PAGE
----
> Sigh, another example of how the Internet market has become just another way to screw money out of businesses.
TP-Link chose to use different domains for those functions rather than just a URL (or IP address). That they failed to maintain functions they created is their failure.
It is nothing to do with the massive expansion of TLDs.
If you look at section 2 of the paper it says 24.5 Mpc.
For this purpose I'll round that to 25 Mpc. Which is 7.714e+23m.
IIRC one linguine is 15cm so that's 5.14e24 linguine, so – just so I can use the prefix – 5.1 Yottalinguine.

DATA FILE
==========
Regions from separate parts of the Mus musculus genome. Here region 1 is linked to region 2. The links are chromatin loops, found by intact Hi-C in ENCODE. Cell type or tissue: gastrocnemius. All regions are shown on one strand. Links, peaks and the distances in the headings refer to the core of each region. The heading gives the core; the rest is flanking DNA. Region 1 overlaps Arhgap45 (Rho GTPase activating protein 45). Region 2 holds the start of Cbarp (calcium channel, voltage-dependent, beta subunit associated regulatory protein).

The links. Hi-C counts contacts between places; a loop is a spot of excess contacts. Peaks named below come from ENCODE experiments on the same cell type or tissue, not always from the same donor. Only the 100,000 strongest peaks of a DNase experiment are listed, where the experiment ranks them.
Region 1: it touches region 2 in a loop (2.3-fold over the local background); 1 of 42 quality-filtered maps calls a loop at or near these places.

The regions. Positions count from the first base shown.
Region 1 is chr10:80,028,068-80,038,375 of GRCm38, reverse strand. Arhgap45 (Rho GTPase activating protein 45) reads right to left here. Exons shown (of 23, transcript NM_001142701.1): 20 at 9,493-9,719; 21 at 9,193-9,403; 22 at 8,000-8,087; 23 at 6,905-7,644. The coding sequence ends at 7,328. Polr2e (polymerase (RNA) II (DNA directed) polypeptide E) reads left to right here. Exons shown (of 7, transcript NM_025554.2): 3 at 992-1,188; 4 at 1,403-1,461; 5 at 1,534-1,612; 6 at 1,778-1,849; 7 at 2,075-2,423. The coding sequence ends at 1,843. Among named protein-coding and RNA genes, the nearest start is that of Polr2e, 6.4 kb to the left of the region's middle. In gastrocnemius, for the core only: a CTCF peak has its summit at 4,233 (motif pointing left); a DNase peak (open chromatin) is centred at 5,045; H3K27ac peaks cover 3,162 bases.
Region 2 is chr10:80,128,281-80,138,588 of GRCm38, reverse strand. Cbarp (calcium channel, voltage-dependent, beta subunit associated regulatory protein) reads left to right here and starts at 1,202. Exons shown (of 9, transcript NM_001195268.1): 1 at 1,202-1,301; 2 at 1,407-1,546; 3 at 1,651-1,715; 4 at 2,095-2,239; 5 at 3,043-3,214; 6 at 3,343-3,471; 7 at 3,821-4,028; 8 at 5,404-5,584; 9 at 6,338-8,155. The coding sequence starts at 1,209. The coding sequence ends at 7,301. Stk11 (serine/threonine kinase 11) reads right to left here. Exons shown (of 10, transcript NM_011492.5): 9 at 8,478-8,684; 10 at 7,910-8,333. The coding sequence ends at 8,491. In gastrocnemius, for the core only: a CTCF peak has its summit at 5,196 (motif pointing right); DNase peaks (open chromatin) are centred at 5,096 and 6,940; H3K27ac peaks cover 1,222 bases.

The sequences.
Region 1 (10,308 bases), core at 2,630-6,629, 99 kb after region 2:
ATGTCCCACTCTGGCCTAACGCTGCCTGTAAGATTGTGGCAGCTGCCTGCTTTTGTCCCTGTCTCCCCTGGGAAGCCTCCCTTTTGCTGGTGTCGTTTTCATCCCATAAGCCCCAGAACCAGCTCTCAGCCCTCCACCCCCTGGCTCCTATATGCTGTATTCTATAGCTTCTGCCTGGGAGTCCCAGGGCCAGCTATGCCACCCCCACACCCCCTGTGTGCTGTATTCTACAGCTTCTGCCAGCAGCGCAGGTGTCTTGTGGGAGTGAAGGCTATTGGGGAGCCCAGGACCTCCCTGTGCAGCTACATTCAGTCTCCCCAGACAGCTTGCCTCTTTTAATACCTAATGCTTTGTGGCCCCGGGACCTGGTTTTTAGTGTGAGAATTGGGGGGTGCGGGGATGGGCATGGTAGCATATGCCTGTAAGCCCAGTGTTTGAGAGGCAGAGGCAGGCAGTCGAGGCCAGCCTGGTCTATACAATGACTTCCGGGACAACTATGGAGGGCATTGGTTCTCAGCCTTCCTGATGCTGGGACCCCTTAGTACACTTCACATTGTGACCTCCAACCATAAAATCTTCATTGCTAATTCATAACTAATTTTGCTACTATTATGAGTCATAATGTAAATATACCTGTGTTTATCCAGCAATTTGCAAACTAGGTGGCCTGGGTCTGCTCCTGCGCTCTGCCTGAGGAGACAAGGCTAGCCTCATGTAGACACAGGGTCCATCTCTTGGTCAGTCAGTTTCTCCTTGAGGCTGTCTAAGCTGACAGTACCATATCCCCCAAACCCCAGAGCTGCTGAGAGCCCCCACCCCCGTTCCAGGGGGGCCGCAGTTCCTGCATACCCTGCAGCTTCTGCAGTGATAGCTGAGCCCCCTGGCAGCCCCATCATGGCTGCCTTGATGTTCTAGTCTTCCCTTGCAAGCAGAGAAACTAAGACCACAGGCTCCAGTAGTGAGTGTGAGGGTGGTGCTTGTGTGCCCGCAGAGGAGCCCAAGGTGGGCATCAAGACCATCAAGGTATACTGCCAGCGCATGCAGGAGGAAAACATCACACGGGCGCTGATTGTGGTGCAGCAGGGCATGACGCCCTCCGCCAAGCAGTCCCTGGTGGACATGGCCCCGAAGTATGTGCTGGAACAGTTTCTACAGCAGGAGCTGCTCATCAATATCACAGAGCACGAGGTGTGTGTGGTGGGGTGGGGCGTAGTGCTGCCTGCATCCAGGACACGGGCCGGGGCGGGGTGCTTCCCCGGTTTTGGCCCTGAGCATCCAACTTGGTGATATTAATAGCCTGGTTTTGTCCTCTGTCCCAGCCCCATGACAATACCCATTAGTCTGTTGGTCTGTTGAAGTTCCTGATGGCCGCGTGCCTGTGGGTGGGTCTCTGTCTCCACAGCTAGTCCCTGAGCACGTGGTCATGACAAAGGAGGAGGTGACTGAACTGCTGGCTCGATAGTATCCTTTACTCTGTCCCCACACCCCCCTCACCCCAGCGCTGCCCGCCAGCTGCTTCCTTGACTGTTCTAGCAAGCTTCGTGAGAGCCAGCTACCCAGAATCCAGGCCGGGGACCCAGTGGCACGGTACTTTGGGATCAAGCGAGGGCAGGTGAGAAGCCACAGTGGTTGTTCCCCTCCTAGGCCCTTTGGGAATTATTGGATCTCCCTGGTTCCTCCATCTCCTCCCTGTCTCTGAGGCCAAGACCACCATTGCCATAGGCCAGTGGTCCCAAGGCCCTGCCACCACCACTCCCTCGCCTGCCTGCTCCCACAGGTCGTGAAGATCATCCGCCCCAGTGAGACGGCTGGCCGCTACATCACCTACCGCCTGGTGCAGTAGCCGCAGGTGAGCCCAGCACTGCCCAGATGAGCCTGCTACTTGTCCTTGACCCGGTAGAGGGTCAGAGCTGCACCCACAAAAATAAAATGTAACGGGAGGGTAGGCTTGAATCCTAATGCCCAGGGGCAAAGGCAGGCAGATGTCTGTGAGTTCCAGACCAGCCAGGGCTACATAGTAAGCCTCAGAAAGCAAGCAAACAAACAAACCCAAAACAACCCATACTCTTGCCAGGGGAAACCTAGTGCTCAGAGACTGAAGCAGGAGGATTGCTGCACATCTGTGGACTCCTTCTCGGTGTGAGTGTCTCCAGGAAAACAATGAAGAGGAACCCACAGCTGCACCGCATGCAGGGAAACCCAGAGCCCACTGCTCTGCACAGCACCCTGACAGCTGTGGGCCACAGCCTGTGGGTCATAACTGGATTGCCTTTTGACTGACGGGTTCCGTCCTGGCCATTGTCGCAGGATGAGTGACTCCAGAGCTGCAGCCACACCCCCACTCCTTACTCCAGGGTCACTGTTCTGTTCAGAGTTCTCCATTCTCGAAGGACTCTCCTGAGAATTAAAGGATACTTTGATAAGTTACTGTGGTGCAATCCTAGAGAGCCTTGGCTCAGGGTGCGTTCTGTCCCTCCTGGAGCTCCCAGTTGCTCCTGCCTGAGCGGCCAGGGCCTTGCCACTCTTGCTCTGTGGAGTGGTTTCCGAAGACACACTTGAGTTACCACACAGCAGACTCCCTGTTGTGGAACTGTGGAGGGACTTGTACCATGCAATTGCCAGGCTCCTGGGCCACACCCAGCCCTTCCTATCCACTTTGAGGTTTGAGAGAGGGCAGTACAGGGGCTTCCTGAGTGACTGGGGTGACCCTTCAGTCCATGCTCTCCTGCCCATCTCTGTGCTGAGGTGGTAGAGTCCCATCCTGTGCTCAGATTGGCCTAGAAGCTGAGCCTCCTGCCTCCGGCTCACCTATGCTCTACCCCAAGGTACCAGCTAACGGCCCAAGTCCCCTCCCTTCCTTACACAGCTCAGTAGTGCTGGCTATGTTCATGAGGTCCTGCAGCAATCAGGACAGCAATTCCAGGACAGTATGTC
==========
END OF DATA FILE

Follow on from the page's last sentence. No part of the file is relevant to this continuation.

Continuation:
> What *would* be extremely useful is running Windows software on Linux.
That is coming: http://www.hanselman.com/blog/DevelopersCanRunBashShellAndUsermodeUbuntuLinuxBinariesOnWindows10.aspx
> I think (but may be wrong) that stars normal fusion process can create atoms up to iron[…]
You're not wrong.
Fe-56 to be precise.
> Also, FWIW, Chrome for example ain't exactly svelte once you add up all the various processes' RAM use.
That will seriously over count on virtual memory based systems because on such systems there will be significant sharing.
On contemporary OSs memory usage is a not a simple topic, there is no simple way to count the memory usage of even a single process. For a start what do you mean by "memory usage": working set, commit, private allocation, address space allocation, or …?
> machine's much-better-than-a-ZX-Spectrum keyboard
There is damning with faint praise, and then there is this statement.
Is it possible to have a worse keyboard (outside of some ruggedised niche)?.